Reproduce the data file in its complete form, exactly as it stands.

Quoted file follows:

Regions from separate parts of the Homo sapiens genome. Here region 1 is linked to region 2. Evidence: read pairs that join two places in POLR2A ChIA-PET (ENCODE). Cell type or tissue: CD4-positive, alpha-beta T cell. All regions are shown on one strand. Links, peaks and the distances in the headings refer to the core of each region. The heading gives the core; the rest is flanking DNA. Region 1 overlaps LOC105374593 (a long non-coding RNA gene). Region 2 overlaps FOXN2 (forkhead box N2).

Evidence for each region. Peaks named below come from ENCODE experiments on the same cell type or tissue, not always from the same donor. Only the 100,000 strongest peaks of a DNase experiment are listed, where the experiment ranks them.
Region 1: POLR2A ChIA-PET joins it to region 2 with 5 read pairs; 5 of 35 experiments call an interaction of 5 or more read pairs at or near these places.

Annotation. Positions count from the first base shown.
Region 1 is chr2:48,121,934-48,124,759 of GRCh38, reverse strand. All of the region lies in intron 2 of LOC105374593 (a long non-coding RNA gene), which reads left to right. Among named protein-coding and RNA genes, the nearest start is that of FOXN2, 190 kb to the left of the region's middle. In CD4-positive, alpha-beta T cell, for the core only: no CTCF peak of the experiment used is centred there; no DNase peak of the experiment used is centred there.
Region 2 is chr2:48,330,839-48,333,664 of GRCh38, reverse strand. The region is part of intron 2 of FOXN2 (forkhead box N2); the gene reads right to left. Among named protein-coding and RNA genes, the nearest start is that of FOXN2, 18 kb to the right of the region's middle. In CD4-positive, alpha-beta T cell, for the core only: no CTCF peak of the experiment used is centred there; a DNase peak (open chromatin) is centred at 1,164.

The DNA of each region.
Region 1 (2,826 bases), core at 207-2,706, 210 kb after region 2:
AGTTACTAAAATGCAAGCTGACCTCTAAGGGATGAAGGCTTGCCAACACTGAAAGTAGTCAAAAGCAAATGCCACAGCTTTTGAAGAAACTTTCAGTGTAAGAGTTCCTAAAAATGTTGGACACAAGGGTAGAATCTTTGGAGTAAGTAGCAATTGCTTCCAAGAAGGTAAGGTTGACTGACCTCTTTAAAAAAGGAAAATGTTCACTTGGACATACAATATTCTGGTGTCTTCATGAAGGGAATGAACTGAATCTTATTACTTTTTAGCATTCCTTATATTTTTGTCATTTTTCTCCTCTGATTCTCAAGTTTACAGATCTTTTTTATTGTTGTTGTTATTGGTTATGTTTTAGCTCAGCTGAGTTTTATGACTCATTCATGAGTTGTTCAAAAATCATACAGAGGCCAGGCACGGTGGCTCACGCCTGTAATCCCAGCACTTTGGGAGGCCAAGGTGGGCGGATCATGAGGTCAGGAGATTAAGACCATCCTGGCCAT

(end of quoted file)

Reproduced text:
Regions from separate parts of the Homo sapiens genome. Here region 1 is linked to region 2. Evidence: read pairs that join two places in POLR2A ChIA-PET (ENCODE). Cell type or tissue: CD4-positive, alpha-beta T cell. All regions are shown on one strand. Links, peaks and the distances in the headings refer to the core of each region. The heading gives the core; the rest is flanking DNA. Region 1 overlaps LOC105374593 (a long non-coding RNA gene). Region 2 overlaps FOXN2 (forkhead box N2).

Evidence for each region. Peaks named below come from ENCODE experiments on the same cell type or tissue, not always from the same donor. Only the 100,000 strongest peaks of a DNase experiment are listed, where the experiment ranks them.
Region 1: POLR2A ChIA-PET joins it to region 2 with 5 read pairs; 5 of 35 experiments call an interaction of 5 or more read pairs at or near these places.

Annotation. Positions count from the first base shown.
Region 1 is chr2:48,121,934-48,124,759 of GRCh38, reverse strand. All of the region lies in intron 2 of LOC105374593 (a long non-coding RNA gene), which reads left to right. Among named protein-coding and RNA genes, the nearest start is that of FOXN2, 190 kb to the left of the region's middle. In CD4-positive, alpha-beta T cell, for the core only: no CTCF peak of the experiment used is centred there; no DNase peak of the experiment used is centred there.
Region 2 is chr2:48,330,839-48,333,664 of GRCh38, reverse strand. The region is part of intron 2 of FOXN2 (forkhead box N2); the gene reads right to left. Among named protein-coding and RNA genes, the nearest start is that of FOXN2, 18 kb to the right of the region's middle. In CD4-positive, alpha-beta T cell, for the core only: no CTCF peak of the experiment used is centred there; a DNase peak (open chromatin) is centred at 1,164.

The DNA of each region.
Region 1 (2,826 bases), core at 207-2,706, 210 kb after region 2:
AGTTACTAAAATGCAAGCTGACCTCTAAGGGATGAAGGCTTGCCAACACTGAAAGTAGTCAAAAGCAAATGCCACAGCTTTTGAAGAAACTTTCAGTGTAAGAGTTCCTAAAAATGTTGGACACAAGGGTAGAATCTTTGGAGTAAGTAGCAATTGCTTCCAAGAAGGTAAGGTTGACTGACCTCTTTAAAAAAGGAAAATGTTCACTTGGACATACAATATTCTGGTGTCTTCATGAAGGGAATGAACTGAATCTTATTACTTTTTAGCATTCCTTATATTTTTGTCATTTTTCTCCTCTGATTCTCAAGTTTACAGATCTTTTTTATTGTTGTTGTTATTGGTTATGTTTTAGCTCAGCTGAGTTTTATGACTCATTCATGAGTTGTTCAAAAATCATACAGAGGCCAGGCACGGTGGCTCACGCCTGTAATCCCAGCACTTTGGGAGGCCAAGGTGGGCGGATCATGAGGTCAGGAGATTAAGACCATCCTGGCCAT